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|(1) To 31 October.|
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|DTE Cape Wrath( 1)|
|(1) Information relating to DTE Cape Wrath can be provided only from 2006. (2) To 31 October.|
Information regarding the hours that the Defence Training Estate (DTE) Donna Nook, DTE Holbeach, MOD West Freugh, DTE Tain and DTE Cape Wrath have been used for training operations for each aircraft type is not held in the format requested.
Karen Lumley: To ask the Secretary of State for Defence what recent estimate he has made of the average cost to the public purse of training an officer cadet in (a) the Royal Marines, (b) the Army, (c) the RAF and (d) the Royal Navy for a commission as a junior officer. 
Junior Officers in other services would be required to take on further training (Phase Two) to specialise in their chosen field, before being fully deployable. However, Phase One costs are as follows:
For a junior Royal Navy Officer Phase One training costs some £42,000.
For a junior Army Officer Phase One training costs some £54,000.
For a junior RAF Officer Phase One training costs some £49,000.
Nicholas Soames: To ask the Secretary of State for Defence what the average cost to the public purse was of training to deployable status (a) a Royal Marine and (b) an infantryman in the latest period for which figures are available. 
Nick Harvey [holding answer 15 November 2010]: The training cost for a Royal Marine from recruitment to graduation from the Commando Training Centre Royal Marines (CTCRM) is in the region of £54,000. Other than local familiarisation training, a graduate from CTCRM is fully deployable.
The training cost for an Infantry soldier from recruitment to graduation from the Infantry Training Centre is in the region of £31,000. However, a soldier is not deployable at that stage and will undertake further training to become operationally effective within their unit. These further costs are not collected centrally and will include an element of local training where the cost: is not easily identifiable, for example one to one instruction by a Non-Commissioned Officer improving tactical knowledge of a unit's operational function.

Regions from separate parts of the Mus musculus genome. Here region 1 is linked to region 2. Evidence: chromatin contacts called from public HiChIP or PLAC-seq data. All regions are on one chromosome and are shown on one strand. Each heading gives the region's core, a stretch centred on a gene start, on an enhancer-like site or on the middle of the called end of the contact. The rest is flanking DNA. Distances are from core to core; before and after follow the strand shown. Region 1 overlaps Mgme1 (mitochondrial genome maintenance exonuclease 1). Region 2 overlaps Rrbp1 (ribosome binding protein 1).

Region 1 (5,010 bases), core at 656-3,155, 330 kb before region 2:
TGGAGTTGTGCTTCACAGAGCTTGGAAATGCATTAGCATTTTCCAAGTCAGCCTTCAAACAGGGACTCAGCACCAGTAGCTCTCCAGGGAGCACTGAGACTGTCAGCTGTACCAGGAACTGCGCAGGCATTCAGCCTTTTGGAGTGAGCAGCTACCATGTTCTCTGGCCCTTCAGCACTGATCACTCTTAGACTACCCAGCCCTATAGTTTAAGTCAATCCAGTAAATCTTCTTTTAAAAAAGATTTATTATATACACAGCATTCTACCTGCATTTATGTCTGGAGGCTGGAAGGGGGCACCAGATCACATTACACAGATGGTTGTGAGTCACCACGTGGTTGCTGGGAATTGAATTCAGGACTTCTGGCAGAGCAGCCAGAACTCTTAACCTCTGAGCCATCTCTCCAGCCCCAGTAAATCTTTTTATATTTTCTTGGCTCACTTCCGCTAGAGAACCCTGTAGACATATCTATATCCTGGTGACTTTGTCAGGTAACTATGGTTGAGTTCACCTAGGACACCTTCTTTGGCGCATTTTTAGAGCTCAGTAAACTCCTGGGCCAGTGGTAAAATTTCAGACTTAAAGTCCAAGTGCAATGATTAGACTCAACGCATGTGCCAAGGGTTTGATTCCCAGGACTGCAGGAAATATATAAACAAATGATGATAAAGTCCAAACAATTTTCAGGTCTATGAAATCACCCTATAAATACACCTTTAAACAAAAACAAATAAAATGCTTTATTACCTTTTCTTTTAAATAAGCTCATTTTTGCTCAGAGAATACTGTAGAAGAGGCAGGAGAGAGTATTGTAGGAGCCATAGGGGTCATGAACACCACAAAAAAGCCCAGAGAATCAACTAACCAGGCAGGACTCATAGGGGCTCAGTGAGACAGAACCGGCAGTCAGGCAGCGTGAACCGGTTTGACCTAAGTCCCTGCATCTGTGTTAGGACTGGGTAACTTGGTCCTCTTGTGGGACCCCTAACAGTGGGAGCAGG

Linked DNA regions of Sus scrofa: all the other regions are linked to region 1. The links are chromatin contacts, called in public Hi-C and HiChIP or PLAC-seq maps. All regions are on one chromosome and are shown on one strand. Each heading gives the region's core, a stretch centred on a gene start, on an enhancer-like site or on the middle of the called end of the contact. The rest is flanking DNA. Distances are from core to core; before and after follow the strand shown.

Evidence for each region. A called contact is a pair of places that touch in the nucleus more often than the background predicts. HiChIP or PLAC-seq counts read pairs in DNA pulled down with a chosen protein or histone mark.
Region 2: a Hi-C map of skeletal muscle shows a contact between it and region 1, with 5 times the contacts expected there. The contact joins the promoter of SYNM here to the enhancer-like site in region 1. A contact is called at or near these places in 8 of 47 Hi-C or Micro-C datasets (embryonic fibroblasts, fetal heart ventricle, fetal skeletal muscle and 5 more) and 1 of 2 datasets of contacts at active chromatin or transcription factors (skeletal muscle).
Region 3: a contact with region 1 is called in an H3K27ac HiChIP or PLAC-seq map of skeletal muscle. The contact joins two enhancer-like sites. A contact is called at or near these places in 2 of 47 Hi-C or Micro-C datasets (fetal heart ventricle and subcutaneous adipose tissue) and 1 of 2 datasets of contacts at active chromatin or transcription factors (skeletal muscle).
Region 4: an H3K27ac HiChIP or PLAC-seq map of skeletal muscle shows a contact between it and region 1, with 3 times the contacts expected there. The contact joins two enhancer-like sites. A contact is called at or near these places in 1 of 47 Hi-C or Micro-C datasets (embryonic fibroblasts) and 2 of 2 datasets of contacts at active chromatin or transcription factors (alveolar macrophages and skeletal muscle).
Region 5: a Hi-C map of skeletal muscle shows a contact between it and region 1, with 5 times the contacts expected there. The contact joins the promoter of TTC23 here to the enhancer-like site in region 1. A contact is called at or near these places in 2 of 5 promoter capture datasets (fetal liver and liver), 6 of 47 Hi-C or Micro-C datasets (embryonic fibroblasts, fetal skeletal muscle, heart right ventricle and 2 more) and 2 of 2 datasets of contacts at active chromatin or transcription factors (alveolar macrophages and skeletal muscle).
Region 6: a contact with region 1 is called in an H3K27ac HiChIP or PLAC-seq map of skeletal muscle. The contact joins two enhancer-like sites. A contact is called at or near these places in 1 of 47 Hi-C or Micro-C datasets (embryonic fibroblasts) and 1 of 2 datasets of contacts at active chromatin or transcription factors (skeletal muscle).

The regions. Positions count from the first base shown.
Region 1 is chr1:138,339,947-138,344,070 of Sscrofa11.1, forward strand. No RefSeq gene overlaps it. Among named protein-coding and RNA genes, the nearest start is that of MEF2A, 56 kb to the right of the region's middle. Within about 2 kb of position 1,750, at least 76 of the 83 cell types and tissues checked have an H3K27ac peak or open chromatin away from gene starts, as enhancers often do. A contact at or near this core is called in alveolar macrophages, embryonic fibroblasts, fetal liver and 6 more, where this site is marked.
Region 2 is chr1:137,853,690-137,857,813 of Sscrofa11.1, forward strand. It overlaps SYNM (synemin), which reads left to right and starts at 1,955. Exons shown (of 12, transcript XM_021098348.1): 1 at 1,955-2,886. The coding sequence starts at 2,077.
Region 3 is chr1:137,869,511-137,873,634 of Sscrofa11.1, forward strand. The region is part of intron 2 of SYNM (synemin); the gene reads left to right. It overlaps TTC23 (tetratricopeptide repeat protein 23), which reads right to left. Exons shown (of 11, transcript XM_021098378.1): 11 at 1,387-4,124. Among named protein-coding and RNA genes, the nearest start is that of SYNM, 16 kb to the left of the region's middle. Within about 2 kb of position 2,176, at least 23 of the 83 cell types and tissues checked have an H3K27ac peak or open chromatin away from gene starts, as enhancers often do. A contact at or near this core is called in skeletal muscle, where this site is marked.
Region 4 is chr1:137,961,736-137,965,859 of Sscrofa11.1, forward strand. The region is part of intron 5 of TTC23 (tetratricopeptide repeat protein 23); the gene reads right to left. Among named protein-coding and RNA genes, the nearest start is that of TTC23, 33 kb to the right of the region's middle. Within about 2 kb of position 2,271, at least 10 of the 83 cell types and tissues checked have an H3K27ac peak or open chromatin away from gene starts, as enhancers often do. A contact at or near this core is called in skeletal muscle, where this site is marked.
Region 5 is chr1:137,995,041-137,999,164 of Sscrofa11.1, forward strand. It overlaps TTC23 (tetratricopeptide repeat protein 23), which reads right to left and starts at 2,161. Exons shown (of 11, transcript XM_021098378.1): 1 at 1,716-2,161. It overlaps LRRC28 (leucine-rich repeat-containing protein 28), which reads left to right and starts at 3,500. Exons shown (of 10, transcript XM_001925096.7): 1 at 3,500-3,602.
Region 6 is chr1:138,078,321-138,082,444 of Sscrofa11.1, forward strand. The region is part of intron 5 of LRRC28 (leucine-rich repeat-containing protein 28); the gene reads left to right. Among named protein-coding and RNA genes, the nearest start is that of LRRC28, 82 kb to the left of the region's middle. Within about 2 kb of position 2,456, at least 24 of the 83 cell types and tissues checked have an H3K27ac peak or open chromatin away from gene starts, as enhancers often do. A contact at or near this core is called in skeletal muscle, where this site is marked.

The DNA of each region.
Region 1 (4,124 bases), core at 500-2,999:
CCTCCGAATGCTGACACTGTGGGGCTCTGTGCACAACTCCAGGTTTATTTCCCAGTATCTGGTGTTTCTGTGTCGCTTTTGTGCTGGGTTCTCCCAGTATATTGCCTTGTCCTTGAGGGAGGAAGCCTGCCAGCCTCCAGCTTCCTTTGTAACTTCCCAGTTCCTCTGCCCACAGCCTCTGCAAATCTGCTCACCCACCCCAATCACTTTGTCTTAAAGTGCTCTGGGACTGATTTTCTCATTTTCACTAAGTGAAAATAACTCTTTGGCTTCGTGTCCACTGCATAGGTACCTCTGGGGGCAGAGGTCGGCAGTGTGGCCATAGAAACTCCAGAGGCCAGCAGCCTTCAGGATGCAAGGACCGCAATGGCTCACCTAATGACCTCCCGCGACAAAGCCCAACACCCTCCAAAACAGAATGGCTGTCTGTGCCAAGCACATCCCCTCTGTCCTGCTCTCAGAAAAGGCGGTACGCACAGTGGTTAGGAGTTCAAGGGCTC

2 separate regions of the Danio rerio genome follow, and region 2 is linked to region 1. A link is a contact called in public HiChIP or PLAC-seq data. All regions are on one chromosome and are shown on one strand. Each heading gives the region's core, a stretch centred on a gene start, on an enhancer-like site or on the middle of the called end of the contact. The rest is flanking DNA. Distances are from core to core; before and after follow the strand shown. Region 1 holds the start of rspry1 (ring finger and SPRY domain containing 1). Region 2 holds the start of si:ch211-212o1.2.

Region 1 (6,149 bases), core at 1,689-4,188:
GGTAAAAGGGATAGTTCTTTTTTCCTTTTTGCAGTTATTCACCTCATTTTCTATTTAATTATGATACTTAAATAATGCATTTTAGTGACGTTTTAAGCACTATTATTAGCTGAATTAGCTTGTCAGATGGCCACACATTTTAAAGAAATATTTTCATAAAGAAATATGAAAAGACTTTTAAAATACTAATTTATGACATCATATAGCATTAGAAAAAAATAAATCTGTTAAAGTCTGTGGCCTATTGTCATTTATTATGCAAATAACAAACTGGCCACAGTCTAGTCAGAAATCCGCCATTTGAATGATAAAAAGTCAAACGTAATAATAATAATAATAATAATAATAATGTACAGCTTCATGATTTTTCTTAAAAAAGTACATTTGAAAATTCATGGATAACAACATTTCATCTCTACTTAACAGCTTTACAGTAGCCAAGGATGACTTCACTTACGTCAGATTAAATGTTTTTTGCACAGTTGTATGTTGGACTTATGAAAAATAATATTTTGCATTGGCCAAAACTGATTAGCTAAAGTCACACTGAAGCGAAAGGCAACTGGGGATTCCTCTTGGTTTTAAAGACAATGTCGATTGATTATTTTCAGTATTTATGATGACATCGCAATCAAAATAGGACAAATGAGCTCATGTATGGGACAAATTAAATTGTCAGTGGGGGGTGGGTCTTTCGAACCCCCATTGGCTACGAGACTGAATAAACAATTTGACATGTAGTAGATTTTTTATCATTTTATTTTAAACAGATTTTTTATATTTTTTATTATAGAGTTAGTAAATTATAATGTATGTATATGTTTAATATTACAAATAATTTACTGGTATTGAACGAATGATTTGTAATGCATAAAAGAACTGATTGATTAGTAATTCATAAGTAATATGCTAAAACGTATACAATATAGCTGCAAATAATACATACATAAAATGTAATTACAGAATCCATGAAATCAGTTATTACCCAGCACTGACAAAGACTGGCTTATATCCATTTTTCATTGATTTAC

Stephen Barclay: To ask the Secretary of State for Defence what assessment his Department has made of the extent of contamination in parts of the defence estate under consideration for disposal; and what estimate his Department has made of the likely clean-up costs. 
Mr Robathan: The Ministry of Defence (MOD) has not yet made an assessment of the level of contamination in parts of the defence estate under consideration for disposal. When a site is declared surplus to requirements it is normal for MOD to undertake a Land Quality Assessment (LQA), the objective being to provide sufficient information on land quality to inform decision makers and prospective purchasers and will quantify the contaminated land risks on a logical and rational basis.
Stephen Barclay: To ask the Secretary of State for Defence what assessment his Department has made of the level of contamination of each airfield under consideration for closure; and what estimate his Department has made of the cost of clean-up in each case. 
The Ministry of Defence (MOD) has not yet made an assessment of the level of contamination in each airfield under consideration for disposal. When an airfield is declared surplus to requirements it is
normal for the MOD to undertake a Land Quality Assessment (LQA), the objective being to provide sufficient information on land quality to inform decision makers and prospective purchasers and will quantify the contaminated land risks on a logical and rational basis.
Mr Ainsworth: To ask the Secretary of State for Defence whether the information provided by his Department to NATO on defence expenditure for the purpose of calculating UK defence expenditure as a proportion of gross domestic product will include spending on the (a) Stabilisation Fund, (b) Conflict Prevention Fund, (c) Discretionary Peacekeeping Fund and (d) Single Intelligence Account. 
Priti Patel: To ask the Secretary of State for Defence what estimate he made of the cost to his Department and its non-departmental public bodies of compliance with (a) domestic, (b) European and (c) other international human rights requirements in each year since 1997; and if he will make a statement. 
Mr Robathan: The Ministry of Defence (MOD) does not collate information on the costs of compliance with human rights requirements and such information could be provided only at disproportionate cost. The MOD takes account of the domestic and international human rights framework in developing its policies and practices.
Angus Robertson: To ask the Secretary of State for Defence (1) how many Joint Strike Fighters have been purchased for initial operational test and evaluation; what type they were; and what the cost of each was; 
Mr Robathan: The UK requires three instrumented Joint Strike Fighter (JSF) aircraft to conduct joint initial operational test and evaluation (IOT&E) with the US armed forces. The low rate initial production contract signed in 2009 contained the first two UK short take-off and vertical landing (STOVL) JSFs and set a target unit price at approximately £100 million. The unit price for the third aircraft is still subject to commercial sensitivity, but we expect a reduction in unit price in line with industry cost improvement and production learner requirements. Importantly, participation in joint IOT&E with the US services will meet the majority of our test and evaluation requirements as the mission systems are common between variants. The flying phase of IOT&E is not expected to commence before 2012.
Dr Julian Lewis: To ask the Secretary of State for Defence what platforms will continue to mount a maritime search radar after the withdrawal of the Nimrod; whether such a radar is to be mounted on any other aircraft which will be tasked to carry out long-range search-and-rescue; and if he will make a statement.